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(@pugwash)
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@frogandtoad

Progress so far is quite interesting. The story so far!!

The data throwing sketch is this:

typedef struct{
  uint8_t abyte = 12;
  float afloat = 15.4;
  uint8_t bbyte = 5;
  }data;

data myData; 


void setup() {
  Serial.begin(115200);

}

void loop() { 

  delay(5000);
  Serial.write((const byte*)&myData, sizeof(myData));

}

And the receiving program is this (without indents):

 

import serial
import struct

my_comm_port = '/dev/cu.wchusbserial1460'; # *nix comm port notation

try:

# Change the baud rate here if different than 115200
ser = serial.Serial(
port='/dev/cu.wchusbserial1460',\
baudrate=115200,\
parity=serial.PARITY_NONE,\
stopbits=serial.STOPBITS_ONE,\
bytesize=serial.EIGHTBITS,\
timeout=None
)

print("connected to: " + ser.portstr)

except IOError:

print("Invalid comm port!")
exit(1)


while True:

data = ser.read(6)

#struct.unpack(format, bytestring)
tup = struct.unpack('cfc', data)

print(tup)

ser.close()

'cfc' is theoretically 6 bytes long but I am getting "struct.error: unpack requires a bytes object of length 9"

when I change to ser.read(9), I am getting the following screen output

seaswallow:serial_read stevec$ Python3 struct_catcher.py

connected to: /dev/cu.wchusbserial1460

(b'\x0c', 1.6530705626643284e+23, b'f')

(b'v', 15.399999618530273, b'\x05')

(b'\x0c', 1.6530705626643284e+23, b'f')

(b'v', 15.399999618530273, b'\x05')

(b'\x0c', 1.6530705626643284e+23, b'f')

(b'v', 15.399999618530273, b'\x05')

As you can see on every alternate line the float is correct and the two bytes are correct, so I guess there has to be some fine-tuning to sync the byte strings.


   
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(@pugwash)
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@frogandtoad

I ran this and it also came back 9

size = struct.calcsize('cfc') 
print(size)

Ergo, I have size problem (don't even think it ? )

The Arduino is sending out 6 bytes and Python wants 9 bytes!


   
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(@zeferby)
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@pugwash

Hum, I think there are "alignment" considerations here...

>>> import struct
>>> size = struct.calcsize('c')
>>> print(size)
1
>>> size = struct.calcsize('f')
>>> print(size)
4
>>> size = struct.calcsize('cc')
>>> print(size)
2
>>> size = struct.calcsize('cf')
>>> print(size)
8
>>> size = struct.calcsize('fc')
>>> print(size)
5
>>> size = struct.calcsize('ccf')
>>> print(size)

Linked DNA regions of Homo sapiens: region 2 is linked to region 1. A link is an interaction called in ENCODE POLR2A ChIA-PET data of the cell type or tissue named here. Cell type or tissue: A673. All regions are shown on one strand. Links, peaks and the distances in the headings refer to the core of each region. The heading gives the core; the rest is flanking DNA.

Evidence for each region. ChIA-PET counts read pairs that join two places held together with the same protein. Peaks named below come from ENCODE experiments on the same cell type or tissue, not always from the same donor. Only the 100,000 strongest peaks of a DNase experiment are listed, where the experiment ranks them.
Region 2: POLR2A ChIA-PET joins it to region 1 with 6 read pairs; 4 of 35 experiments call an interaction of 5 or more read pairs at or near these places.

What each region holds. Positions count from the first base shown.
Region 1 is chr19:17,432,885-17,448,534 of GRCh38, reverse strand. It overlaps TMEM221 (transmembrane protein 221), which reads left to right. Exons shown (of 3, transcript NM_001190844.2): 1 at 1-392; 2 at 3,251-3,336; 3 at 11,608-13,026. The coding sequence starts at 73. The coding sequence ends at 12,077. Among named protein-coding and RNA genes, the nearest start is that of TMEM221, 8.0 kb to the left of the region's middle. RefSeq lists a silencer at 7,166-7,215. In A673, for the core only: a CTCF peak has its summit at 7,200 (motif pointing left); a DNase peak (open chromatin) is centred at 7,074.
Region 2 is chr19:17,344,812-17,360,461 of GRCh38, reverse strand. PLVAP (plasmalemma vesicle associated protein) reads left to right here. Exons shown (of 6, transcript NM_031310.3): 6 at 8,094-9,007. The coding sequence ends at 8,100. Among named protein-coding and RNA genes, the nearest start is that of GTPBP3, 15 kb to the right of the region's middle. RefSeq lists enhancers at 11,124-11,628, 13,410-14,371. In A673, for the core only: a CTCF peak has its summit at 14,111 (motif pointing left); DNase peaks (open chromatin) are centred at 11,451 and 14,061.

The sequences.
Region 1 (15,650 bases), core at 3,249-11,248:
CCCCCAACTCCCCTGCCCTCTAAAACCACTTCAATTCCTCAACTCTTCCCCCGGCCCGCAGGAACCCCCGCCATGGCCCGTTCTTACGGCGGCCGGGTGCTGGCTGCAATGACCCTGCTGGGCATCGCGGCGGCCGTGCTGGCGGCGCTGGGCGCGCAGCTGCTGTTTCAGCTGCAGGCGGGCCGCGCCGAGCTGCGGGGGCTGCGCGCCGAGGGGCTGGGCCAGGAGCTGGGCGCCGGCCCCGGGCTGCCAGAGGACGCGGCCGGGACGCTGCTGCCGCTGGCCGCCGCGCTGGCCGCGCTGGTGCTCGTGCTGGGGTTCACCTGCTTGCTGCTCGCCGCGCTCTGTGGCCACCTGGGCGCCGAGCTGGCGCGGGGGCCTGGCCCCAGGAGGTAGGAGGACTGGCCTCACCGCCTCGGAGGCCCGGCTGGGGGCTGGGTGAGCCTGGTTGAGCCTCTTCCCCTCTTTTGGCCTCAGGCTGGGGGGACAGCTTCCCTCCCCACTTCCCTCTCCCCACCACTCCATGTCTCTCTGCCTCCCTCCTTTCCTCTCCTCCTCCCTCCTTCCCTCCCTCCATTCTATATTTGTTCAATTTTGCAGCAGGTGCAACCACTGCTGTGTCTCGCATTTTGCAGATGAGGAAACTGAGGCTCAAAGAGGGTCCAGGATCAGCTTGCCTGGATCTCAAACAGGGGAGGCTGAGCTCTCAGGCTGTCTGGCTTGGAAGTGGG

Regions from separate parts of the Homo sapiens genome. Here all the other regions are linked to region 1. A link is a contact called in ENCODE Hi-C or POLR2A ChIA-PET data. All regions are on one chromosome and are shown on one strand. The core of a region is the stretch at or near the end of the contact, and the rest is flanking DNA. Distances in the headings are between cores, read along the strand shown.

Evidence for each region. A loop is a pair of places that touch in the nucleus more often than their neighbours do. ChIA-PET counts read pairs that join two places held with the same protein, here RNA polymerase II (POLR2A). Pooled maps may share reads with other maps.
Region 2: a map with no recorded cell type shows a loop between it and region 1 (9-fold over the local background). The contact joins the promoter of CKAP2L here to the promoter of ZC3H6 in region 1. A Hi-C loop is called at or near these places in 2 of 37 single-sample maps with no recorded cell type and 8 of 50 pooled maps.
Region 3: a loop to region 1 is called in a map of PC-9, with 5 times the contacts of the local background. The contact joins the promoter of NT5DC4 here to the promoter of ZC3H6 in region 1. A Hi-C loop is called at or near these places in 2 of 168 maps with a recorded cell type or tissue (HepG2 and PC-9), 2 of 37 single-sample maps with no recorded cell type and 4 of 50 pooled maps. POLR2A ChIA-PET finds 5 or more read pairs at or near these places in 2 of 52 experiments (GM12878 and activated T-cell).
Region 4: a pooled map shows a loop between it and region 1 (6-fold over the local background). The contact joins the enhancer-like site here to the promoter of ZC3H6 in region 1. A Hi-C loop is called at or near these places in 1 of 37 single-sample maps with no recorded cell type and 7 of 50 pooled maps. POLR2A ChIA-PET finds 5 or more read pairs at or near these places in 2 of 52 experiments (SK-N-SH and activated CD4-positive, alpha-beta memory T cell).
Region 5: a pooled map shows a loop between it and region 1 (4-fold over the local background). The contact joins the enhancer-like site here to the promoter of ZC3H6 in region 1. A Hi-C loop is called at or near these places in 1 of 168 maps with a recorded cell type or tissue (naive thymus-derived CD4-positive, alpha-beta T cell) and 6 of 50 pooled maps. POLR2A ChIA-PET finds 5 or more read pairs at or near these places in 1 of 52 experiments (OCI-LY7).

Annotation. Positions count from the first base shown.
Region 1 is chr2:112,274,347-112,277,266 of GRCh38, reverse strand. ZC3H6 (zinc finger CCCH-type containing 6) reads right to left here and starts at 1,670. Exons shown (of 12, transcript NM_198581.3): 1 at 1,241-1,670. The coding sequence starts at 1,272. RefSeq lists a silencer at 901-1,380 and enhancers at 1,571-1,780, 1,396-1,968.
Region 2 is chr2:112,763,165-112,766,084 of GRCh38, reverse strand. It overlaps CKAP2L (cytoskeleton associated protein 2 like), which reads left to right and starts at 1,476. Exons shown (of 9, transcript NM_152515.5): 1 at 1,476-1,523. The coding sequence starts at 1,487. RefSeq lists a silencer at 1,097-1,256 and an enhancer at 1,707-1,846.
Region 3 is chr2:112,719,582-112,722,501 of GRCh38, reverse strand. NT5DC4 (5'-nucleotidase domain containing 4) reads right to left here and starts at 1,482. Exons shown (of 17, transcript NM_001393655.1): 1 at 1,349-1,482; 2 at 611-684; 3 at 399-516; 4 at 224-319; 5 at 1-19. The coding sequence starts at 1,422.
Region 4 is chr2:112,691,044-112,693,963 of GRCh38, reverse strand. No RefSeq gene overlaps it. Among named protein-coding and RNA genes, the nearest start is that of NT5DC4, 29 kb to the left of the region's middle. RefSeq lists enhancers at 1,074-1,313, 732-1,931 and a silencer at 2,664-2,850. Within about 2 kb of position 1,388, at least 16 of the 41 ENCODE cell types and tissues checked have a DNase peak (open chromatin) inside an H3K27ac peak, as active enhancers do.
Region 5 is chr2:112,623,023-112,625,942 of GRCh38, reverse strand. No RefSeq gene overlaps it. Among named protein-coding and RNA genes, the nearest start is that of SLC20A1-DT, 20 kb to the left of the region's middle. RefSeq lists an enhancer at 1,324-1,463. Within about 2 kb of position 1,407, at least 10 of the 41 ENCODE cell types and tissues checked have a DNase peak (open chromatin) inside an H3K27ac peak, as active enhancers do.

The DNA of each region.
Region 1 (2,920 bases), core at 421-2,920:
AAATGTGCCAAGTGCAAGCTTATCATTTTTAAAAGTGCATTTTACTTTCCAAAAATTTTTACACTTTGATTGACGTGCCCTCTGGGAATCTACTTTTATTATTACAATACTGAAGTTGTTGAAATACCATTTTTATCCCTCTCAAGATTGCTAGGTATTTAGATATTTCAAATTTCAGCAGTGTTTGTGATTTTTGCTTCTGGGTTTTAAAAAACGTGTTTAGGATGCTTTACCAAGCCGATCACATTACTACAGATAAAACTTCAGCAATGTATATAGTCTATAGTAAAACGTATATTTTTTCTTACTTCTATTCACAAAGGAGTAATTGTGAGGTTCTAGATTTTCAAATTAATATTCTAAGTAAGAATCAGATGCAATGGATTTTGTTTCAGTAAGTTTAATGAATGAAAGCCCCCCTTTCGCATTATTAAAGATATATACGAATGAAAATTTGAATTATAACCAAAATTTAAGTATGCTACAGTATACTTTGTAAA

8
>>> size = struct.calcsize('fcc')
>>> print(size)
6
>>> size = struct.calcsize('cfc')
>>> print(size)
9
>>> exit()

From Python 3 "struct" doc :

Note

 

By default, the result of packing a given C struct includes pad bytes in order to maintain proper alignment for the C types involved; similarly, alignment is taken into account when unpacking. This behavior is chosen so that the bytes of a packed struct correspond exactly to the layout in memory of the corresponding C struct. To handle platform-independent data formats or omit implicit pad bytes, use standard size and alignment instead of native size and alignment: see Byte Order, Size, and Alignment for details.

So, using the "=" modifier to specify No Alignment :

>>> import struct
>>> size = struct.calcsize('=cf')
>>> print(size)
5
>>> size = struct.calcsize('=fc')
>>> print(size)
5
>>> size = struct.calcsize('=ccf')
>>> print(size)
6
>>> size = struct.calcsize('=fcc')
>>> print(size)
6
>>> size = struct.calcsize('=cfc')
>>> print(size)
6
>>> exit()

Eric


   
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(@pugwash)
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@zeferby

Excellent, that worked!

The output is aligned now.

(b'\x0c', 15.399999618530273, b'\x05')
(b'\x0c', 15.399999618530273, b'\x05')
(b'\x0c', 15.399999618530273, b'\x05')

Thanks for the other tip, it wasn't as difficult as I first thought!

Serial.write((const byte*)&myData, sizeof(myData));

 


   
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frogandtoad
(@frogandtoad)
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@pugwash, @ZeFerby

Good one, ZeFerby!

Professor pugwash... you've taken this to the next level 🙂
Here's a bit of info on struct packing, as it can be done on the C/C++ side too:

struct-packing

Note: - There are also maco preprocessor directives (compiler specific), that you can include in your code to pack structs for specific needs.